Argentinian Asado

Living in Buenos Aires or anywhere else in Argentina for hat matter means going out to at least one asado. Some might say an asado is just your typical BBQ’s with different kinds of meat, and in a way they are, but they are also much more than that. From my own experience an Argentinian asado is about pride, culture and friendship. I have been lucky enough to been a part of five asados so far with the hope of getting a good amount of more in before I leave this beautiful country.

My first asado was actually one where my good friend Francisco Galindo, a Venezuelan, invited me over to one that he was having with his friends in Rosario. It was here that I first felt this pride, culture and friendship that comes with an asado. When I arrived to Rosario, Francisco asked me if I wanted to go to an asado and who was I to say no, so of course I accepted his invitation. The asado took place a little bit away from the center of Rosario towards the outskirts and lower income areas. I, coming from Valparaizo Zacatecas, was not at all phased by this but my friend Francisco made sure to tell me, that this asado we were going to was going to be a small one with some good humble people.

The house was a little 2 bedroom, one story place with a small patio and a little garage. The father of Franciscos friend is a carpenter so there were machines and wood all over the garage which we had to go through. They kept apologizing for the mess for which I kept on saying it was no big deal. Now unfortunately at this time it had started to rain a little bit but nothing drastic, Franciscos friend was still able to continue the cooking of the meet in the parrilla that was in this little patio between the garage and the main house.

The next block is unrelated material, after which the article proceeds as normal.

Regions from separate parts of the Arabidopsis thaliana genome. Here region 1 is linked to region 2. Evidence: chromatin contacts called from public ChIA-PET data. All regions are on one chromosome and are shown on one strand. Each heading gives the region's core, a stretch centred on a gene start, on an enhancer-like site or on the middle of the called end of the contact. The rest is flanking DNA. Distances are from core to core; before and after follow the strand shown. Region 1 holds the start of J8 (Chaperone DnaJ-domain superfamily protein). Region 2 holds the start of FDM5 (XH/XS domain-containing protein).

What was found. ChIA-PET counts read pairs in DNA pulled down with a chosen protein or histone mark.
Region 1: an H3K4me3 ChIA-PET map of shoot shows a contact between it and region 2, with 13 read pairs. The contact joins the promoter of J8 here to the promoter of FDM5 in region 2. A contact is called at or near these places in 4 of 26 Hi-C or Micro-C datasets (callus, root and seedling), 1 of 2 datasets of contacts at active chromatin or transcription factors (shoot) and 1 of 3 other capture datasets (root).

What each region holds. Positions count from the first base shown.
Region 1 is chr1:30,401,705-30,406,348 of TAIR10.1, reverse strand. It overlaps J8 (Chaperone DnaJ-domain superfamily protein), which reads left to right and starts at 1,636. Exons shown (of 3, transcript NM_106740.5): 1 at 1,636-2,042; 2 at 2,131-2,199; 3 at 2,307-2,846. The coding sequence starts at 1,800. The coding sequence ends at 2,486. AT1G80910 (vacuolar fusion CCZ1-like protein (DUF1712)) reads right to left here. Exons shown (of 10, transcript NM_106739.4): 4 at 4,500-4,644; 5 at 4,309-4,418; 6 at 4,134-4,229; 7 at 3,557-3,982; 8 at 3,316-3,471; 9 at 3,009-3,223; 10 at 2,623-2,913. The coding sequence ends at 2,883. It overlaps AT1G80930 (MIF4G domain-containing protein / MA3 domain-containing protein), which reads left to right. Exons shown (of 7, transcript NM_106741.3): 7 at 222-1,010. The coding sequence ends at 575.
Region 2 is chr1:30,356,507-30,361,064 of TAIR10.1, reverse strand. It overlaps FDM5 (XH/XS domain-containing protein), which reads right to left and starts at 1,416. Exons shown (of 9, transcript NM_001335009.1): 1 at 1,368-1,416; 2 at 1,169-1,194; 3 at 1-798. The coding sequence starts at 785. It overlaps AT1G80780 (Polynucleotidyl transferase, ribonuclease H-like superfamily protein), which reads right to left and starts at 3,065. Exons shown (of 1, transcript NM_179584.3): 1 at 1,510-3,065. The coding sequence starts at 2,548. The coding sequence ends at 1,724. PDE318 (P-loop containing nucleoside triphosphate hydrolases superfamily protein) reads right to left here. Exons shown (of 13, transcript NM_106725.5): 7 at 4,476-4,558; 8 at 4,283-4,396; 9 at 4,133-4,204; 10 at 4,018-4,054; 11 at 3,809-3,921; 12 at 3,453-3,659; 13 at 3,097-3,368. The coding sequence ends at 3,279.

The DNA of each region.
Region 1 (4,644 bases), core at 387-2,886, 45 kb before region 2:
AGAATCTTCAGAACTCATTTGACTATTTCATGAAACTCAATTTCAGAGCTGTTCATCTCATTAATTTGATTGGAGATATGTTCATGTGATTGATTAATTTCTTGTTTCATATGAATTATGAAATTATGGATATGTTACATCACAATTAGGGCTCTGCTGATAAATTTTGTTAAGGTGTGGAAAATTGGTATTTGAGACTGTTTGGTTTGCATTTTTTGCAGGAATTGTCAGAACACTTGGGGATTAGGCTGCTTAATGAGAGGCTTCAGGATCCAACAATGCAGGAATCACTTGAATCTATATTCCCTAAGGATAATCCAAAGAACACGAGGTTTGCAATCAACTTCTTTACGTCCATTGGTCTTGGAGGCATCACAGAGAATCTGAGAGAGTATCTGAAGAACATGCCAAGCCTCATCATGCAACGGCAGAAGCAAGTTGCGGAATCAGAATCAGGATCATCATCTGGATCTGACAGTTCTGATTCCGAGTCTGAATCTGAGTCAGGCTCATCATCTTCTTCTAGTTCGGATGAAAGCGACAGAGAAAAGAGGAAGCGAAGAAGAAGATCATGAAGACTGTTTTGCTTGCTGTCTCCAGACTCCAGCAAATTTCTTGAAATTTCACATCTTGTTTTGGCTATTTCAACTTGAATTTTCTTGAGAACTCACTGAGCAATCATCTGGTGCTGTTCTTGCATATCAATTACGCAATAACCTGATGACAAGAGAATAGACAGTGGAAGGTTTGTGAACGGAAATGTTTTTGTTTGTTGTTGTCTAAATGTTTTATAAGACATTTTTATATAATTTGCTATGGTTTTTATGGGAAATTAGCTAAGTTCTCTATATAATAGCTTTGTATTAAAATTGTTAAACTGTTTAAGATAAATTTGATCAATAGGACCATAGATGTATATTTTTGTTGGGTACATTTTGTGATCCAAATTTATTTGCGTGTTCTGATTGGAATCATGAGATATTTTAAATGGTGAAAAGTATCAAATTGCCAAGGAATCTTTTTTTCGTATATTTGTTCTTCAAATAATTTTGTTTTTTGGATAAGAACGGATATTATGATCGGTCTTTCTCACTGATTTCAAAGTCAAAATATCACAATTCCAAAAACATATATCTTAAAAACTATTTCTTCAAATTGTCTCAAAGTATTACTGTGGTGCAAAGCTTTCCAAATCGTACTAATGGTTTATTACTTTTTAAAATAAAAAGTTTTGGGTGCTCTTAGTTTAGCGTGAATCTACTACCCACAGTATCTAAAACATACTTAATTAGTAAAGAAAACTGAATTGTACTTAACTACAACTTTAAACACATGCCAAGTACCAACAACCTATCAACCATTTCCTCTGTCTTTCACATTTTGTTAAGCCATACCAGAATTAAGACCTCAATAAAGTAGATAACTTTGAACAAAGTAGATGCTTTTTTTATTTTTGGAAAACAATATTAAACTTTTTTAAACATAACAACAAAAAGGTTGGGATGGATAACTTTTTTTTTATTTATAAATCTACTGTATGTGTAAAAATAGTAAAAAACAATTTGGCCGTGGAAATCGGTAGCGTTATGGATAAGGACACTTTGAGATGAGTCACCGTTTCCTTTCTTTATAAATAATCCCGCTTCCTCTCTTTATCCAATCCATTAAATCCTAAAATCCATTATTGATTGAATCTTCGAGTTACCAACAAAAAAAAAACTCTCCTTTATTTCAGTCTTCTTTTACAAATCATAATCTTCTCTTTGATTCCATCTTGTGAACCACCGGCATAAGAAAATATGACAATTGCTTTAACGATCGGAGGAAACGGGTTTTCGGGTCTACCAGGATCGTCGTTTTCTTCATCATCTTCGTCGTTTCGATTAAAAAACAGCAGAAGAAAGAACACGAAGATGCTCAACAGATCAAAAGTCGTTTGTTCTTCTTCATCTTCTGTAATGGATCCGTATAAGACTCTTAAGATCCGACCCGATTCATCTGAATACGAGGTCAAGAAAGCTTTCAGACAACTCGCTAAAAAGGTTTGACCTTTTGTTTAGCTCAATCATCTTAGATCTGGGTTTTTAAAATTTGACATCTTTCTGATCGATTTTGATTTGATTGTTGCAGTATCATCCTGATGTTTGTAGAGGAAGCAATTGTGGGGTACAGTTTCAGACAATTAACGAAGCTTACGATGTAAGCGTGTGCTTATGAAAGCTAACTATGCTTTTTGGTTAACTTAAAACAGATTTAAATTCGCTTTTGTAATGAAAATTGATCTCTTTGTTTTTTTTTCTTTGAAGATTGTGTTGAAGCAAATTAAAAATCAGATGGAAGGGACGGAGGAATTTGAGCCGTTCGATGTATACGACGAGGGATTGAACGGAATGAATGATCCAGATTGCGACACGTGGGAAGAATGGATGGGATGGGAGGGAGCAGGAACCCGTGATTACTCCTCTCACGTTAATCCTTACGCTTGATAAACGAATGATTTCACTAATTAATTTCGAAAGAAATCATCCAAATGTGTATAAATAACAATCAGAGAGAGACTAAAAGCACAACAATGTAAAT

The house reminded me a lot of the feeling I get when I visit my home town in Mexico. That warm cozy feeling you get when you go to one of your Tias house and see a few pictures of the family on the wall but not much more. The thought of sitting down in an old table that might not be the fanciest but for some reason feels like it’s the best table ever. But the best feeling I felt was that warmth and friendliness of the host. They took me in without hesitation and made sure I was comfortable. Talked to me like I had been part of the group of friends from the start. Not once did I feel an awkwardness or a feeling of being in the wrong place.

Unfortunately for us the rain picked up and started to downpour putting a hamper on the food. It had to be taken away from the parrilla and put in the oven so the meal itself did not come out as great as I’m sure it would have had it not rained. The picadas were great, those came out before the rain and its there that I learned what a picada was. It is basically the meat appetizer for the full course meat entrée that you will enjoy later on. What you do is cook a few chorisos or sausages ahead of time and since they usually take less time to cook then a Tira de Asado, Vacio or bondiola these are the first thing that the asado party enjoys. They are cut into small bite size pieces and eaten as a mini sandwich with bread and salad to get the meal started. It is a great way to get some food in the guest since people are gathered around drinking fernet, beer or wine and having a good time.

I will continue to enjoy each and one of these asados while I’m still here and if I happen to have gained a few extra pounds you know why.

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